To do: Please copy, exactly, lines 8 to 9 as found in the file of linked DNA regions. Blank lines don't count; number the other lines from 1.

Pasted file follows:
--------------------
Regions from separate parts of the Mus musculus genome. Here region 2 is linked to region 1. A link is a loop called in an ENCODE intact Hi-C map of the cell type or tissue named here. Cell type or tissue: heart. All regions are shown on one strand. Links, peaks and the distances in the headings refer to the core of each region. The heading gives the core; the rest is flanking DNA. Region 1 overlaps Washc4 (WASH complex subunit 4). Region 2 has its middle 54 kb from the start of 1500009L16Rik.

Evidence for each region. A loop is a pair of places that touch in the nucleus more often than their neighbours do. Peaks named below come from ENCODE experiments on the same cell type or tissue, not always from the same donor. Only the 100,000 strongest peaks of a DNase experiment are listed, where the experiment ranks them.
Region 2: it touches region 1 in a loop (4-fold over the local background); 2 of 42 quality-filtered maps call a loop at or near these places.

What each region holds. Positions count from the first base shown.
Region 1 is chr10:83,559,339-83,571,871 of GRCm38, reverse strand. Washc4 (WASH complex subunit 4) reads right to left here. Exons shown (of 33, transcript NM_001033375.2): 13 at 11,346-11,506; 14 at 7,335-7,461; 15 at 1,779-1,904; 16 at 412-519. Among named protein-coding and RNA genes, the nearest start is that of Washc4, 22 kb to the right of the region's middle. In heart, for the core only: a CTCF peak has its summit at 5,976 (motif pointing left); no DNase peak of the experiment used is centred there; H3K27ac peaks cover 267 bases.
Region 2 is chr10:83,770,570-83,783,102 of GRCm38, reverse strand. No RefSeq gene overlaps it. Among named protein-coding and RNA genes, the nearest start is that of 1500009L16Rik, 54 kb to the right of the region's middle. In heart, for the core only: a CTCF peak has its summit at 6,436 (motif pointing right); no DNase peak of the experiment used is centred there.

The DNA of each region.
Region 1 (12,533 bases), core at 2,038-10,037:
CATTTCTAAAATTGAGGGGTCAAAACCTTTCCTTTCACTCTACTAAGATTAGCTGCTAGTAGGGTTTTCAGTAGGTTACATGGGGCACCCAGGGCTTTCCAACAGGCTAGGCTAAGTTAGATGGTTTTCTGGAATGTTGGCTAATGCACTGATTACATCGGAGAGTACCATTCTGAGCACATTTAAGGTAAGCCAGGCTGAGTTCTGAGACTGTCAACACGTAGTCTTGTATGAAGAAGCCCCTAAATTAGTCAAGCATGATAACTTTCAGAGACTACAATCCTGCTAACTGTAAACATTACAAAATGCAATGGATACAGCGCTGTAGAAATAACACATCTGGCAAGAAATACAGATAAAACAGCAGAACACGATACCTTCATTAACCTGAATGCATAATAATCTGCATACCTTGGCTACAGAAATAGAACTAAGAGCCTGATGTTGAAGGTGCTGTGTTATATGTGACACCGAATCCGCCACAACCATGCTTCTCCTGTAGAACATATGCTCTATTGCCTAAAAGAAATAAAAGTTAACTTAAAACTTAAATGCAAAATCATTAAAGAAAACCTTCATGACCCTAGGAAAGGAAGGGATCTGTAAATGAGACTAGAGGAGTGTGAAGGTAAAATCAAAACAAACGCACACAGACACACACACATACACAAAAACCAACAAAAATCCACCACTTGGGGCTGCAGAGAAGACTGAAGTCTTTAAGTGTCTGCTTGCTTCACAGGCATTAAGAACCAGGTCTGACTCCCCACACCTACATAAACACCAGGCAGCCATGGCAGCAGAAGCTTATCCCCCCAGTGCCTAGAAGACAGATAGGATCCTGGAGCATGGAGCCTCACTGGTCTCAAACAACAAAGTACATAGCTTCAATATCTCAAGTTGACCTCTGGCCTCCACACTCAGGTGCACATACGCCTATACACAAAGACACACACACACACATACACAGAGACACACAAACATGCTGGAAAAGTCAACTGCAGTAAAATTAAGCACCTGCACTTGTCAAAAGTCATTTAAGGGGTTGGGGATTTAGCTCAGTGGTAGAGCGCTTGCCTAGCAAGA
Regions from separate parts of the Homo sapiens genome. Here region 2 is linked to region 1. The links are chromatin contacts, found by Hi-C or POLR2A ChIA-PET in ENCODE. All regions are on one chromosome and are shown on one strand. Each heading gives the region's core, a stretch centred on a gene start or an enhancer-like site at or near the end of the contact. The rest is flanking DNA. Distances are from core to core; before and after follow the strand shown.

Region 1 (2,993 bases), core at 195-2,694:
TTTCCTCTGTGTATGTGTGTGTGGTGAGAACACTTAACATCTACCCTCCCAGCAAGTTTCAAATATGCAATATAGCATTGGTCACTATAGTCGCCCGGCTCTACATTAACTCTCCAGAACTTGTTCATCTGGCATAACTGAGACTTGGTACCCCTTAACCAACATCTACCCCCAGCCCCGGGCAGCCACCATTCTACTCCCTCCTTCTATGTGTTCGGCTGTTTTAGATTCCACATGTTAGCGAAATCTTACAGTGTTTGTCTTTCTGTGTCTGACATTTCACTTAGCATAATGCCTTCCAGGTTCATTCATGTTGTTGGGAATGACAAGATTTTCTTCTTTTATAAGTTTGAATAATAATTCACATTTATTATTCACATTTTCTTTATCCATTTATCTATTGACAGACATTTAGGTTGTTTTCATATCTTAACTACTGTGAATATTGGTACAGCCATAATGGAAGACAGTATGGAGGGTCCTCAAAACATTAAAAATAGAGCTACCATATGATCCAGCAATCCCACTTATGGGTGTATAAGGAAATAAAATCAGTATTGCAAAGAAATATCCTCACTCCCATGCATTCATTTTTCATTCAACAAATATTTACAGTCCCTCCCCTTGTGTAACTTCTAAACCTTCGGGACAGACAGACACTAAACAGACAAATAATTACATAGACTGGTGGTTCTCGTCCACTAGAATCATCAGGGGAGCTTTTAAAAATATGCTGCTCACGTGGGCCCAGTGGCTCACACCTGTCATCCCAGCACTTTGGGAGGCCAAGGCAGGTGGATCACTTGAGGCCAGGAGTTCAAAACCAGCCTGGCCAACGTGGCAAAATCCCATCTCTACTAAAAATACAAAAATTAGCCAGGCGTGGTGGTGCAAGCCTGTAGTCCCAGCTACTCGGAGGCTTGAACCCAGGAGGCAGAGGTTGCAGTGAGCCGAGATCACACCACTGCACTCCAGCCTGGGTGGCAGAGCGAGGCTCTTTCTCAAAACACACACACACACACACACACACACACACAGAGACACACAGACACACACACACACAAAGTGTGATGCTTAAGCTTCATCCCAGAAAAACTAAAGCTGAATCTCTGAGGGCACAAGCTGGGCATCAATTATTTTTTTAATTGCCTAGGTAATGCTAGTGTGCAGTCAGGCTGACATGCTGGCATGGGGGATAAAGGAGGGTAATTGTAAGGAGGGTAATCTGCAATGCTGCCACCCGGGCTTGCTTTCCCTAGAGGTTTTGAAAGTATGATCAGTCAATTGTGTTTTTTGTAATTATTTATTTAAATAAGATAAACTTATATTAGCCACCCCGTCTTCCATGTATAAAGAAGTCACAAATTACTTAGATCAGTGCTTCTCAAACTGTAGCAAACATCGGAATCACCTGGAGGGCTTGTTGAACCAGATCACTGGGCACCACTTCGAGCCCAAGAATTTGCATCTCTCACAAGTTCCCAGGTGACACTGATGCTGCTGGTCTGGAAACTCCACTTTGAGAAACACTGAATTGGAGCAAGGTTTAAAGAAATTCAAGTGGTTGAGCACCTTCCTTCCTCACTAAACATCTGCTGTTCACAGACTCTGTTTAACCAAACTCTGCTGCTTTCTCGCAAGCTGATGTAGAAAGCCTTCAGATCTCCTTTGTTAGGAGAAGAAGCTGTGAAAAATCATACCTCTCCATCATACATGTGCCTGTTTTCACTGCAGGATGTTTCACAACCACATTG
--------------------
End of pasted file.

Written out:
Region 1 (12,533 bases), core at 2,038-10,037:
CATTTCTAAAATTGAGGGGTCAAAACCTTTCCTTTCACTCTACTAAGATTAGCTGCTAGTAGGGTTTTCAGTAGGTTACATGGGGCACCCAGGGCTTTCCAACAGGCTAGGCTAAGTTAGATGGTTTTCTGGAATGTTGGCTAATGCACTGATTACATCGGAGAGTACCATTCTGAGCACATTTAAGGTAAGCCAGGCTGAGTTCTGAGACTGTCAACACGTAGTCTTGTATGAAGAAGCCCCTAAATTAGTCAAGCATGATAACTTTCAGAGACTACAATCCTGCTAACTGTAAACATTACAAAATGCAATGGATACAGCGCTGTAGAAATAACACATCTGGCAAGAAATACAGATAAAACAGCAGAACACGATACCTTCATTAACCTGAATGCATAATAATCTGCATACCTTGGCTACAGAAATAGAACTAAGAGCCTGATGTTGAAGGTGCTGTGTTATATGTGACACCGAATCCGCCACAACCATGCTTCTCCTGTAGAACATATGCTCTATTGCCTAAAAGAAATAAAAGTTAACTTAAAACTTAAATGCAAAATCATTAAAGAAAACCTTCATGACCCTAGGAAAGGAAGGGATCTGTAAATGAGACTAGAGGAGTGTGAAGGTAAAATCAAAACAAACGCACACAGACACACACACATACACAAAAACCAACAAAAATCCACCACTTGGGGCTGCAGAGAAGACTGAAGTCTTTAAGTGTCTGCTTGCTTCACAGGCATTAAGAACCAGGTCTGACTCCCCACACCTACATAAACACCAGGCAGCCATGGCAGCAGAAGCTTATCCCCCCAGTGCCTAGAAGACAGATAGGATCCTGGAGCATGGAGCCTCACTGGTCTCAAACAACAAAGTACATAGCTTCAATATCTCAAGTTGACCTCTGGCCTCCACACTCAGGTGCACATACGCCTATACACAAAGACACACACACACACATACACAGAGACACACAAACATGCTGGAAAAGTCAACTGCAGTAAAATTAAGCACCTGCACTTGTCAAAAGTCATTTAAGGGGTTGGGGATTTAGCTCAGTGGTAGAGCGCTTGCCTAGCAAGA